I shall clarify some complexities. Part III would cover services to parents involved with the school. Such services as parent-teacher association meetings, parents' evenings, open days for new and prospective parents, and the community use of schools will continue to be covered by the provisions. We seek the power to make regulations about education and associated services because, as the debate has illustrated, there may still be areas around the margins in which it is unclear to the school, or others, which set of DDA duties apply to which activities; is it part III or part IV?
Mr. Boswell rose
Well, it is only a matter of time, Mr. O'Brien.
Can the Minister clarify that anything that goes on in a school will be covered either by part III or part IV? The converse of that is that the provision for regulation is about the designation between the various duties. It is not about finding categories that are left out, unless they are wholly exceptional categories, such as the one to which my hon. Friend the Member for Uxbridge (Mr. Randall) referred, which may fall for other reasons as excepted occasions. When I tabled the amendment, I was anxious to find out what had been left out of the provision, but I think that the hon. Lady is saying to me, unless I misinterpreted her remarks, that everything is under one heading or another. Will she clarify the situation?
The hon. Gentleman is right that the provision gives us the facility to ensure that we can properly categorise whether the measure is a part III or part IV obligation.
I wish to return briefly to the issues raised by my hon. Friend the Member for Bridgend (Mr. Griffiths).
We are all getting new titles this afternoon. We shall ensure that the specific interests of Wales are taken on board when developing the necessary codes of practice. There will not necessarily be a separate chapter, however. I would not like my hon. Friend to leave the Committee not knowing that. Having given those reassurances, I hope that hon. Gentlemen will withdraw the amendment.
I am grateful to the Minister. She has taken a certain amount of incoming fire. However, it has been friendly fire and was designed to elucidate on such matters. I see that the hon. Member for Bridgend is now leaving the Room, having fired his bullets. As a vicarious Welsh person through marriage, it clearly would be unfortunate if the effect of the duties were to be materially different under the two Administrations.
The Minister has confirmed that everything is in, unless for some exceptional reason, it is out and that her regulation-making powers that I always bridle atif only in theory and temporarilyare about how she assigns those duties between the different parts of the Disability Discrimination Act. In the light of that and bearing in mind that, broadly speaking, there are safeguards within the Act and through the Disability Rights Commission that are designed to make the safeguards do-able and not unduly onerous or unreasonable, we can give her a fair wind both for her explanation and for the clause.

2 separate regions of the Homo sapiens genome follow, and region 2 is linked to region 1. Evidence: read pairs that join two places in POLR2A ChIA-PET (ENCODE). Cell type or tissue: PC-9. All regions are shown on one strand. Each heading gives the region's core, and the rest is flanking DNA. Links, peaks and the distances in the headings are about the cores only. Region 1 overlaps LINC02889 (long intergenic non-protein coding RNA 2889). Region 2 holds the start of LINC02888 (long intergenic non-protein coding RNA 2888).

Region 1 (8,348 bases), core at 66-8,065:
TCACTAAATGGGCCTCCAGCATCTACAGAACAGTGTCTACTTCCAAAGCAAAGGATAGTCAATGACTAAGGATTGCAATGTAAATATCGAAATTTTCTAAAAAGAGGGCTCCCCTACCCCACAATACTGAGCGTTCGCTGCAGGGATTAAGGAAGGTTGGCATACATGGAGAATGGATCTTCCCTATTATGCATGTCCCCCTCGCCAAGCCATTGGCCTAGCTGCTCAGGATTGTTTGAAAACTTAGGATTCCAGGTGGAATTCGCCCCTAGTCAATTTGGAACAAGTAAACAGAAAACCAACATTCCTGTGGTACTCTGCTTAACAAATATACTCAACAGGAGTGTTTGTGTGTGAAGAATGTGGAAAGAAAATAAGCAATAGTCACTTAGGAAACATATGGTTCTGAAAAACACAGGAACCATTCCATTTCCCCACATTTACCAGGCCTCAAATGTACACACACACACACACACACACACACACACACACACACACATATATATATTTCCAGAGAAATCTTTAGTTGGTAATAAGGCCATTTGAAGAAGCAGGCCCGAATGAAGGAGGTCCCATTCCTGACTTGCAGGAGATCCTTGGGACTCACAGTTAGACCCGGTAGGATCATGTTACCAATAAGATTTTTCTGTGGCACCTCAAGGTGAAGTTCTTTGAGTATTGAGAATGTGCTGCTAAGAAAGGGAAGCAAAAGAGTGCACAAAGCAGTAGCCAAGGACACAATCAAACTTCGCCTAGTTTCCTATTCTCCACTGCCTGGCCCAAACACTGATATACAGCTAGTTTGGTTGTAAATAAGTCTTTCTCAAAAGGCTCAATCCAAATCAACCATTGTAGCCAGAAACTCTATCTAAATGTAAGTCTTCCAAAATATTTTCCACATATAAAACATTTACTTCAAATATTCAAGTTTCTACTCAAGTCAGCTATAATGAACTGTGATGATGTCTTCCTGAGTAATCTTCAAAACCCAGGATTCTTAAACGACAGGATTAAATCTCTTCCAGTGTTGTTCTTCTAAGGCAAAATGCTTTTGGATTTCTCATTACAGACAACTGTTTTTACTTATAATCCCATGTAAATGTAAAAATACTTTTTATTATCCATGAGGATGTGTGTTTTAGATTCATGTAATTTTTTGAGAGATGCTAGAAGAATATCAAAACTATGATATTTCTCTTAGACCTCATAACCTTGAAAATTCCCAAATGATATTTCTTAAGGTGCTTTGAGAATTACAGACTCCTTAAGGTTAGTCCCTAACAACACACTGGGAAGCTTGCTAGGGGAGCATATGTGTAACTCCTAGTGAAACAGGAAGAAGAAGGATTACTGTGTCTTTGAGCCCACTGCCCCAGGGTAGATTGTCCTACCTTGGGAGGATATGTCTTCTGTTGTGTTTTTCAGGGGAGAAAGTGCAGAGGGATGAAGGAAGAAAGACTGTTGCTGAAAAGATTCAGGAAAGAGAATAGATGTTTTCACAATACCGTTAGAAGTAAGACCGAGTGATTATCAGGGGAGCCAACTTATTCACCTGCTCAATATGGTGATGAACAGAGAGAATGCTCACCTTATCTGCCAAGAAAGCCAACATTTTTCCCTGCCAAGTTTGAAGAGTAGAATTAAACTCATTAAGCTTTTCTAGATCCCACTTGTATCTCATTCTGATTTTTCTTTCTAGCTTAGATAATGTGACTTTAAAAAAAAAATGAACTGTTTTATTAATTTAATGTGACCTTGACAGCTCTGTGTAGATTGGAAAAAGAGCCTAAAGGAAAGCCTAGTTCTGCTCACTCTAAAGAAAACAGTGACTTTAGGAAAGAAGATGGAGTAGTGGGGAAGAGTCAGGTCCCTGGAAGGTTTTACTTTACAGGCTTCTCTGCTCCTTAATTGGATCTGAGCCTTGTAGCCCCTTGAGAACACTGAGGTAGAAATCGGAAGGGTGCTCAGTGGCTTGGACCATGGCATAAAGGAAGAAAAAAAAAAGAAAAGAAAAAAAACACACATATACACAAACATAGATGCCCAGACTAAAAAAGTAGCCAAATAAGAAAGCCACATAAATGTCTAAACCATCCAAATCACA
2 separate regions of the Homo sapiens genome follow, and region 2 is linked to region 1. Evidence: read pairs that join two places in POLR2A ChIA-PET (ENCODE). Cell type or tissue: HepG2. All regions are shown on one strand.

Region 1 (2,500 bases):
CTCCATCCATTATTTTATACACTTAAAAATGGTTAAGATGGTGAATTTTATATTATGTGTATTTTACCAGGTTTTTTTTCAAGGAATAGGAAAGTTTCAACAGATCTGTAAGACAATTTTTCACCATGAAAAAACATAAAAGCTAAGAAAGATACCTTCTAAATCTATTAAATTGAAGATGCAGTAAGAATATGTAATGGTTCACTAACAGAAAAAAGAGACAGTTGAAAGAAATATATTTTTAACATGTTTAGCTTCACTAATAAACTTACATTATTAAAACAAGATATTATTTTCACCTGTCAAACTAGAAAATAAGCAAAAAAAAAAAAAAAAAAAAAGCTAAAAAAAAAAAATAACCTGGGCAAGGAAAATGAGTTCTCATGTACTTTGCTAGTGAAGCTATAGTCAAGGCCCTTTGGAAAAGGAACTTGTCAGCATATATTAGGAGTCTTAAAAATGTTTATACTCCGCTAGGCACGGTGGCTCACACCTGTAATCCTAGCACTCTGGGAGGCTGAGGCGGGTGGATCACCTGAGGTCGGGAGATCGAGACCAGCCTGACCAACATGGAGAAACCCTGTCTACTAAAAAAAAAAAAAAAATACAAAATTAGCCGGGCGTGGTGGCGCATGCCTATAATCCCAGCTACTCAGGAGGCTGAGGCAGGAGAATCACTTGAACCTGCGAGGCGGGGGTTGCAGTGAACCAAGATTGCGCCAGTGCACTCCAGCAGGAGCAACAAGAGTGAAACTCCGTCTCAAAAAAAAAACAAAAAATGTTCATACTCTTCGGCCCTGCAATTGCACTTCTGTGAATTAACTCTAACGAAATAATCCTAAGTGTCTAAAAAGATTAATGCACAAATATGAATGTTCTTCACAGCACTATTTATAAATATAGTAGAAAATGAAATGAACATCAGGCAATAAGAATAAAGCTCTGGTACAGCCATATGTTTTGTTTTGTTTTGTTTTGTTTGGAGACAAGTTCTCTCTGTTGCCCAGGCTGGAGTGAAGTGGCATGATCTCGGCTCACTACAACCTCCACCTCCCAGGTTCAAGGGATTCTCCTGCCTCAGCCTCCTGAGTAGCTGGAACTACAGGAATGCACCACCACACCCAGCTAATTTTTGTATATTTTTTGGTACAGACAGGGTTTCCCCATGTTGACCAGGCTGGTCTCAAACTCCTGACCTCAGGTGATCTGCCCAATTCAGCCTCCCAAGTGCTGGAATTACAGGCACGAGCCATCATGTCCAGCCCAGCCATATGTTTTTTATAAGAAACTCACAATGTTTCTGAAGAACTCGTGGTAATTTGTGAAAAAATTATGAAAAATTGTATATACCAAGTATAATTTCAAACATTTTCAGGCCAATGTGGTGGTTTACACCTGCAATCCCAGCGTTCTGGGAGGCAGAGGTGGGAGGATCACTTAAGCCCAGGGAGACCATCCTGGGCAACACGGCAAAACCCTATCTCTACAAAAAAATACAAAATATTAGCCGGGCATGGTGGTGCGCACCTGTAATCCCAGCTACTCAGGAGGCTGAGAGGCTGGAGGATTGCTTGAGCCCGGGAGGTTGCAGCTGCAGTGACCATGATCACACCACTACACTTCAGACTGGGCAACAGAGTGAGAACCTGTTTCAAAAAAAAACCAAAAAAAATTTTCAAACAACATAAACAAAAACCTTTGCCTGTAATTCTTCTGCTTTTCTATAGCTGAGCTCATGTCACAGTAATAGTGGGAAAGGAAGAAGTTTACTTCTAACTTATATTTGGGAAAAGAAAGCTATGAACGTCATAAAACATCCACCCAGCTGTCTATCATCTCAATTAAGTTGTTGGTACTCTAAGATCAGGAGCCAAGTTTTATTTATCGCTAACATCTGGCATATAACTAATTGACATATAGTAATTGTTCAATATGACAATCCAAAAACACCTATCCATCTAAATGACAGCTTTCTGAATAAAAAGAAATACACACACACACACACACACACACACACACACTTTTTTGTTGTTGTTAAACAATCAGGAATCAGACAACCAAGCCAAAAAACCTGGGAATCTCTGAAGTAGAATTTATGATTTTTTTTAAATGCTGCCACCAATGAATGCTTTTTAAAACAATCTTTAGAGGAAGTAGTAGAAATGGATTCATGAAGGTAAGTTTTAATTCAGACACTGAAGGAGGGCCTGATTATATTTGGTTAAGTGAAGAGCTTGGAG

The reference of the hon. Member for Daventry to his being temporarily non-ministeriala phrase that applies to most of usmeant in a general way that we were all temporarily non-disabled.
I refer to the Disability Rights Task Force. How it was set up within weeks of the Government coming to power in 1997 and the work that was done with it not only by my hon. Friend the Member for Barking (Ms Hodge), the Under-Secretary of State for Education and Employment, but her predecessor, the right hon. Member for Newport, East (Mr. Howarth), showed a sense of purpose right from the start. We are now witnessing one of the first positive outcomes from the Government's response to the Disability Rights Task Force operation. It was a privilege to work closely with my hon. Friend throughout 1999 before I was moved to my present position in another Department. I am therefore especially proud to be here today.
To return to the clause, I want to pick up the idea that I mentioned this morning that someone with a disability is not necessarily the same as someone with special educational needs. I am sure that there was a time in the past when people with disabilities that did not impose an educational or learning imposition or burden on them were nevertheless treated as having one. It was only because of the lack of insight, inspiration, care and thought by that temporarily non-disabled majority who run things that the needs of such people were not met. What the clause doesI regret that the amendment would remove this provisionis to provide a legislative framework for what is already being done, in terms of the doubling by the Government of the grants available for disabled students and of the grants available for schools to put in lifts and ramps, so that they do not have to meet the cost out of normal revenue expenditure.
The temporarily non-right hon. Member for Uxbridge led me to think about climbing walls, which are found in many gymnasiums. The thought went through my mind that providing a ramp would allow people access to a climbing wall. That is not as silly as it sounds, because there is no reason why people with disabilities should not access climbing wallsit is merely that they do not access them in the same way as everyone else. We should facilitate that part of their wider education. I am sure that my hon. Friend the Member for Barking is aware that when we talk about schools making the necessary accommodations to comply with the clause, we must also consider acoustics, lighting and decor. All of those are important in making a disabled-friendly environment within schools.
I take your point, Mr. O'Brien. With respect, the kind of provisions that I was talking about may not be possible if the amendment is accepted, and if the power to set regulatory orders is successful. I want to ask my hon. Friend the Member for Barking a question, which I am sure that she will wish to answer in her wind-up: given that the Disability Discrimination Act had a timetable of implementation, where do these provisions fit into that timetable? When can we expect to see the provisions come into effect, should the Bill become law?
Another nice little phrase came into my mindthe Government are committed to comprehensive civil rights for disabled people, not just in comprehensive schools but comprehensively throughout the education process.